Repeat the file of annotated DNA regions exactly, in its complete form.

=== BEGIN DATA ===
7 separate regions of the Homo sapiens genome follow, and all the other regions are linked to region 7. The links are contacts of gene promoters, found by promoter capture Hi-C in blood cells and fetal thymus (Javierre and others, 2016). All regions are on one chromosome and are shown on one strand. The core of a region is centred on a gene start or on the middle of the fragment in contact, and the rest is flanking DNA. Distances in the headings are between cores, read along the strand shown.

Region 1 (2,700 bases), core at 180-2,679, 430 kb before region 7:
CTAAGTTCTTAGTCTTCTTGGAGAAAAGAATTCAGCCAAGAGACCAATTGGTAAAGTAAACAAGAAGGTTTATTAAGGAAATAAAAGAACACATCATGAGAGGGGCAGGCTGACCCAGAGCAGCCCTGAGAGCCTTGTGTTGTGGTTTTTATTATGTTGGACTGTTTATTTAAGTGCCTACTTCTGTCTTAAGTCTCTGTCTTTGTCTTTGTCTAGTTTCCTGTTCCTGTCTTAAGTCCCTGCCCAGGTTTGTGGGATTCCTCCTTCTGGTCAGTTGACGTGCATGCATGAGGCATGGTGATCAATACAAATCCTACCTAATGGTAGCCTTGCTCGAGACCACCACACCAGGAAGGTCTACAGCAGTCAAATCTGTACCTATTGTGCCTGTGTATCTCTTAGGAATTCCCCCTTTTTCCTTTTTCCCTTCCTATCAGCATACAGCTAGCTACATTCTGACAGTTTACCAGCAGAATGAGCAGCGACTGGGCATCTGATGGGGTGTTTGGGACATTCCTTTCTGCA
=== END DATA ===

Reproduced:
7 separate regions of the Homo sapiens genome follow, and all the other regions are linked to region 7. The links are contacts of gene promoters, found by promoter capture Hi-C in blood cells and fetal thymus (Javierre and others, 2016). All regions are on one chromosome and are shown on one strand. The core of a region is centred on a gene start or on the middle of the fragment in contact, and the rest is flanking DNA. Distances in the headings are between cores, read along the strand shown.

Region 1 (2,700 bases), core at 180-2,679, 430 kb before region 7:
CTAAGTTCTTAGTCTTCTTGGAGAAAAGAATTCAGCCAAGAGACCAATTGGTAAAGTAAACAAGAAGGTTTATTAAGGAAATAAAAGAACACATCATGAGAGGGGCAGGCTGACCCAGAGCAGCCCTGAGAGCCTTGTGTTGTGGTTTTTATTATGTTGGACTGTTTATTTAAGTGCCTACTTCTGTCTTAAGTCTCTGTCTTTGTCTTTGTCTAGTTTCCTGTTCCTGTCTTAAGTCCCTGCCCAGGTTTGTGGGATTCCTCCTTCTGGTCAGTTGACGTGCATGCATGAGGCATGGTGATCAATACAAATCCTACCTAATGGTAGCCTTGCTCGAGACCACCACACCAGGAAGGTCTACAGCAGTCAAATCTGTACCTATTGTGCCTGTGTATCTCTTAGGAATTCCCCCTTTTTCCTTTTTCCCTTCCTATCAGCATACAGCTAGCTACATTCTGACAGTTTACCAGCAGAATGAGCAGCGACTGGGCATCTGATGGGGTGTTTGGGACATTCCTTTCTGCA